Psycho Goreman might sound and look like your typical horror film. It’s about an ancient alien monster that is reawakened by two kids. This monster is usually bloodthirsty and uncontrollable, but because of an amulet, his powers are now in the hands of one little girl. It’s a pretty interesting premise for a horror/comedy. For those looking for outright scares, this one won’t satiate that desire. For people looking for a cute romp involving some pretty decent effects and some good child acting, Psycho Goreman might be for you.
Steven Kostanski writes and directs this film which leans heavily on it’s three main characters. Luke and Mimi are siblings that have an interesting relationship. They play games together, but Mimi is pretty cruel to her older brother. She bosses him around, emasculates him, and is just generally not nice. Somehow this doesn’t make you want to see her get comeuppance though. Mimi is played by Nita-Josee Hanna, and it’s one of the better child acting performances in a role like this. She does go a bit over the top in some scenes, but overall it’s a great performance. Luke is played by Owen Myre, and he also gives a performance that makes sense and fits with the audience feeling sympathetic for him. The choices that both of them make are paid off throughout the third act of the film.
Psycho Goreman Has Surprisingly Good Effects
Having worked on similarly styled films in the past, I know that the effects in these films are pretty finicky. Something involving multiple costumed monsters fighting is almost a miracle if it gets pulled off and looks good on camera. Psycho Goreman never looks fake or flimsy whenever he’s on screen. It’s a testament to the work on set by everyone involved. Goreman is played by Matthew Ninaber, and his performance is really the one that hinges the whole film. If Goreman was a lesser performance, the whole film would suffer because of it.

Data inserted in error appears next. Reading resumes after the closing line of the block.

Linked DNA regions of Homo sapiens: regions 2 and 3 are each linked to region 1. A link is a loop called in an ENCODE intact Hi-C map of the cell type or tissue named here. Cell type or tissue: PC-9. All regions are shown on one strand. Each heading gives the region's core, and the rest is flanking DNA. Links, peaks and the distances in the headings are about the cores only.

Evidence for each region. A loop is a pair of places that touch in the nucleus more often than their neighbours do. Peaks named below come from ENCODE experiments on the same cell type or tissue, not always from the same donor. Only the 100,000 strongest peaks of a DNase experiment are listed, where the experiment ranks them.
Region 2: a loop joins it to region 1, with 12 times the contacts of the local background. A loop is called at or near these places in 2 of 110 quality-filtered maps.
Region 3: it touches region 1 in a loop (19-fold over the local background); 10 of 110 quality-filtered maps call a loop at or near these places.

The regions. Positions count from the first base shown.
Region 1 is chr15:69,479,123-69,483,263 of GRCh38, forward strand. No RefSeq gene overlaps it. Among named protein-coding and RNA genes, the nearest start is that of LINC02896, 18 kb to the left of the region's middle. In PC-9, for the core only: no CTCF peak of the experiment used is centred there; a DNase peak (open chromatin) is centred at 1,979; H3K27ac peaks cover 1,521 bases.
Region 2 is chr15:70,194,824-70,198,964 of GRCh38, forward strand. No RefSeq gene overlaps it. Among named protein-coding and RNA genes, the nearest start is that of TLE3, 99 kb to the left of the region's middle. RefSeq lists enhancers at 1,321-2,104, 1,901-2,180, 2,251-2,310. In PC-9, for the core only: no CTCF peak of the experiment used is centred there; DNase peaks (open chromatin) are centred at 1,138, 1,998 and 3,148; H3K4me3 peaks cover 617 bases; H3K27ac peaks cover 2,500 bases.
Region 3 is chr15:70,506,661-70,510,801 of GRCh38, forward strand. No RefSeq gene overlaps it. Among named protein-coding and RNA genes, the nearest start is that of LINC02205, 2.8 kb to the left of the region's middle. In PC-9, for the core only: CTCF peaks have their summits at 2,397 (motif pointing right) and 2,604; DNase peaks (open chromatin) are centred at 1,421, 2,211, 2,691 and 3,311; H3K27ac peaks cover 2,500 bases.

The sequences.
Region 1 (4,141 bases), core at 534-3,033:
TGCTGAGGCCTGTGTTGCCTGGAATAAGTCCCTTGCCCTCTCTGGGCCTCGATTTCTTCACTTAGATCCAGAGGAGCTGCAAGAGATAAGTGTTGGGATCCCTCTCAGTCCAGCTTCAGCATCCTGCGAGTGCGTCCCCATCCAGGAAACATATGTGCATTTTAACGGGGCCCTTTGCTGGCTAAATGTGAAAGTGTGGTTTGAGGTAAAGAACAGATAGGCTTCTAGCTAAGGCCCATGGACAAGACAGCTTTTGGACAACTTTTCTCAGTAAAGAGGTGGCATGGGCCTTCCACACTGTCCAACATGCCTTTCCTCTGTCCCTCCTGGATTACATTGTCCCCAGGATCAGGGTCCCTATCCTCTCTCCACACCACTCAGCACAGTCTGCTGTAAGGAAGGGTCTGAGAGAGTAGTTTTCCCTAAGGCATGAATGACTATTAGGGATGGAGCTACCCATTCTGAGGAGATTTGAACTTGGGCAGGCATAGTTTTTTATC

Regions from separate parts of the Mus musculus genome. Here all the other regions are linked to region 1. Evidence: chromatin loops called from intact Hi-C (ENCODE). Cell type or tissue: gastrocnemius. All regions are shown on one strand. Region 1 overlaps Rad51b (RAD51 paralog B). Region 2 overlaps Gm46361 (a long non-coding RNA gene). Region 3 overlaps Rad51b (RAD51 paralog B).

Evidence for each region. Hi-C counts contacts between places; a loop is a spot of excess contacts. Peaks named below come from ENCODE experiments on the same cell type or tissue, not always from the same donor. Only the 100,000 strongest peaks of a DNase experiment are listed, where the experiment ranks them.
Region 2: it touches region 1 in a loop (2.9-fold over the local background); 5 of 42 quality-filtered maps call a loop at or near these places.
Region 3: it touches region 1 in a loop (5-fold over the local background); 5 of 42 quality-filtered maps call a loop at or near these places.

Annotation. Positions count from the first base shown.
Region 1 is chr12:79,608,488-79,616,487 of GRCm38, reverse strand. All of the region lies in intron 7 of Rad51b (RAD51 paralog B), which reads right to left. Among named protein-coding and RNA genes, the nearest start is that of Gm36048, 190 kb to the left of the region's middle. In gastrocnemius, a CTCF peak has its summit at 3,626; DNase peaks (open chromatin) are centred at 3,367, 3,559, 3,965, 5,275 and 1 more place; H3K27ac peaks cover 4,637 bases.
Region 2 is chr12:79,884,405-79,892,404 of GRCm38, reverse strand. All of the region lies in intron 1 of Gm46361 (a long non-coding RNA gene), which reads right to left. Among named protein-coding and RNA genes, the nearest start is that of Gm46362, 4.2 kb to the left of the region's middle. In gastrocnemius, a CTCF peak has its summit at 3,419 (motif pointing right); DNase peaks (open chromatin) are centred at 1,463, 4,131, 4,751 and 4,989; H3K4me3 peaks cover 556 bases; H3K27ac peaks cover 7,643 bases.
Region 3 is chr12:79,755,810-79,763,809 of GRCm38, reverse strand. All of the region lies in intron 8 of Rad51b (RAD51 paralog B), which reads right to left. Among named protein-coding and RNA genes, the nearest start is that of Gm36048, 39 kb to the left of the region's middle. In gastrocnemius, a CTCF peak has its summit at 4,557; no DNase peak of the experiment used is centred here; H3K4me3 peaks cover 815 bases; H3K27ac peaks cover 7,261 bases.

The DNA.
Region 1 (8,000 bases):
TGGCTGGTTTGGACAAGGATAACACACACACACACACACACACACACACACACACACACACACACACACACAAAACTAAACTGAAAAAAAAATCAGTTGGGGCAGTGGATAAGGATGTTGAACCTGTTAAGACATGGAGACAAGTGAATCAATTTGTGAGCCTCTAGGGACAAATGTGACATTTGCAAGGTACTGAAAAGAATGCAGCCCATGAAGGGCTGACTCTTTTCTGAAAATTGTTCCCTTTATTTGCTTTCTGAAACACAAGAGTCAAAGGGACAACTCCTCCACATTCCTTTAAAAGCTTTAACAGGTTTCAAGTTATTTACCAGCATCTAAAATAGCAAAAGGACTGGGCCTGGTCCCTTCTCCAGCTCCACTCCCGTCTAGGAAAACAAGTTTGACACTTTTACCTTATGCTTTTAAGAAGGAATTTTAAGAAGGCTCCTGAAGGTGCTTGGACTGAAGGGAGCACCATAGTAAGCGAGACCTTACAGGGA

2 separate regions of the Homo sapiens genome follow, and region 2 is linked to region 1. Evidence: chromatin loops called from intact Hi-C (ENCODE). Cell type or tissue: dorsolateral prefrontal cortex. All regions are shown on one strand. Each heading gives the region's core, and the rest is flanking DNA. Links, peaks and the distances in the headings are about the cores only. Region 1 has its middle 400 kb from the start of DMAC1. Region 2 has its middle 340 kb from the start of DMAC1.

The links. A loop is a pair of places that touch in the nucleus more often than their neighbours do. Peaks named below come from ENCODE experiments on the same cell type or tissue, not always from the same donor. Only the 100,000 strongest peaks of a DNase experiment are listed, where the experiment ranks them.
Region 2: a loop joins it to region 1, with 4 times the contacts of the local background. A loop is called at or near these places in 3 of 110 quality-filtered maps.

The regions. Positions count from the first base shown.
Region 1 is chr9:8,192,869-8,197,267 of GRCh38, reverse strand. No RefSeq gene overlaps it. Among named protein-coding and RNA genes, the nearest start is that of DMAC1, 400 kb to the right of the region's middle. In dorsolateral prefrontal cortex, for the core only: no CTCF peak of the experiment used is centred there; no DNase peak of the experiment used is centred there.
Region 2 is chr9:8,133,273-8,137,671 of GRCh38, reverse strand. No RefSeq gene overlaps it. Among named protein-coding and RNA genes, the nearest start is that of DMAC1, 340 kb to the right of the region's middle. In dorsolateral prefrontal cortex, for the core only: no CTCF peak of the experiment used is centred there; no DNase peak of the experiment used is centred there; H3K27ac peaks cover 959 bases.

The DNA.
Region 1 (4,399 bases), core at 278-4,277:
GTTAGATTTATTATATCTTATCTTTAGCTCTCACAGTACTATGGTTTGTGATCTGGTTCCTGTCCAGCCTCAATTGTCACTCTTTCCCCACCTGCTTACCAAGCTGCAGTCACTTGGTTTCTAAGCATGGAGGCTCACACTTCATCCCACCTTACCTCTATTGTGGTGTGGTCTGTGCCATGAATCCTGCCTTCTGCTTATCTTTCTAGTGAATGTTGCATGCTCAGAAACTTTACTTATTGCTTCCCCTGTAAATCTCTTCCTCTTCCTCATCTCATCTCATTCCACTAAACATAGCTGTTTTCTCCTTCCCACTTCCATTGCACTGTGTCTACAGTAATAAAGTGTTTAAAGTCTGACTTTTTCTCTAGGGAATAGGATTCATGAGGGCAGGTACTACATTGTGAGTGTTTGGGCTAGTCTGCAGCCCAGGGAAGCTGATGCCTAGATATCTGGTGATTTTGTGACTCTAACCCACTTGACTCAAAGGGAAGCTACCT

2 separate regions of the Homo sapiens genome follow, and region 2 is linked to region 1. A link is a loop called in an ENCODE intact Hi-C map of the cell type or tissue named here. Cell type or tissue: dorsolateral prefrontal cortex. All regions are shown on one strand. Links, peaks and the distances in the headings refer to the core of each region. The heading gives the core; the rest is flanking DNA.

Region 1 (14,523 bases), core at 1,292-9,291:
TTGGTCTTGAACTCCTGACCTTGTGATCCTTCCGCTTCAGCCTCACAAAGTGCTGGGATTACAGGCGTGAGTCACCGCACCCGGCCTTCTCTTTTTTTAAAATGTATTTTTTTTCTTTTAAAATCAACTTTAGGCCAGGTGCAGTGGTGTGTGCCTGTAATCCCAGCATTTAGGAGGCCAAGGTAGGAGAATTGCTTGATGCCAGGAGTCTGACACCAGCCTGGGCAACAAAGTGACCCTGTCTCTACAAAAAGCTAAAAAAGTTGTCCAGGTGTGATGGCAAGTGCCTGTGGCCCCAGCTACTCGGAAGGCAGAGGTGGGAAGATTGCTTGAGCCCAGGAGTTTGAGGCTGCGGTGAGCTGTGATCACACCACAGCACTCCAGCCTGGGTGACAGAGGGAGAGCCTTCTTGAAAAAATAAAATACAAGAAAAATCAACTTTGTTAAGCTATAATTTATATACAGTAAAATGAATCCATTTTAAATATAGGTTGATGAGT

The fight scenes all look like beefed up versions of ones from the Power Rangers series, and that’s not an insult. They’re fun, inventive, and the creatures all are well done. When Goreman takes them down one by one, you’ll be cheering along.
The “worst” effect in the film is definitely when Luke and Mimi’s friend Alastair is turned into a giant brain. I think this one was done purposefully though, and it leads to more laughs than groans. The ending fight scene between Goreman and Pandora is the highlight of the film and it’s where the practical effects really shine.
Some Of The Misses Of Psycho Goreman
Psycho Goreman does a lot right for a horror/comedy. Where it slips up sometimes is in the relationship between the kids and their parents. The mom in the film, Susan, played by Alexis Kara Hancey varies from traditional mother portrayal to sort of crazed, angry mother on a dime. It’s jarring at some points in the film, and a more even keeled performance would have done the role some good.
The kid’s father, Greg, played by Adam Brooks is where most of the comedy comes from. He’s bumbling, lazy (but don’t call him lazy), and kind of a bad father, but he shines through at the right moments for the kids and PG. Being where most of the comedy comes from, his role also means that some of the misses fall on him as well. In particular, there’s one section at the end where he’s giving Mimi a heartfelt story about how he got into a stranger’s van to look at baseball cards when he was young. The joke doesn’t land, and it particularly sticks out.
Overall, It’s Worth Watching For Horror Fans
If your kids aren’t too bothered by pretty cartoonish violence, Psycho Goreman is one of those “gateway” horror films. The comedy hits for both kids and adults. There’s no nudity, no cursing (besides variants of frick, eff, and others like that), and the violence is all between monsters or cartoonishly over the top. You might want to check with your kids before, but I would definitely use this film as a way to get kids into horror. It’s full of heart in that Goonies or The Monster Squad way.
Psycho Goreman might not change the paradigm of horror/comedy, but it is a strong film. It uses effects to it’s advantage and doesn’t overstay it’s welcome. The film is in theaters, on demand, and digital on January 22nd and is coming to Shudder later this year.
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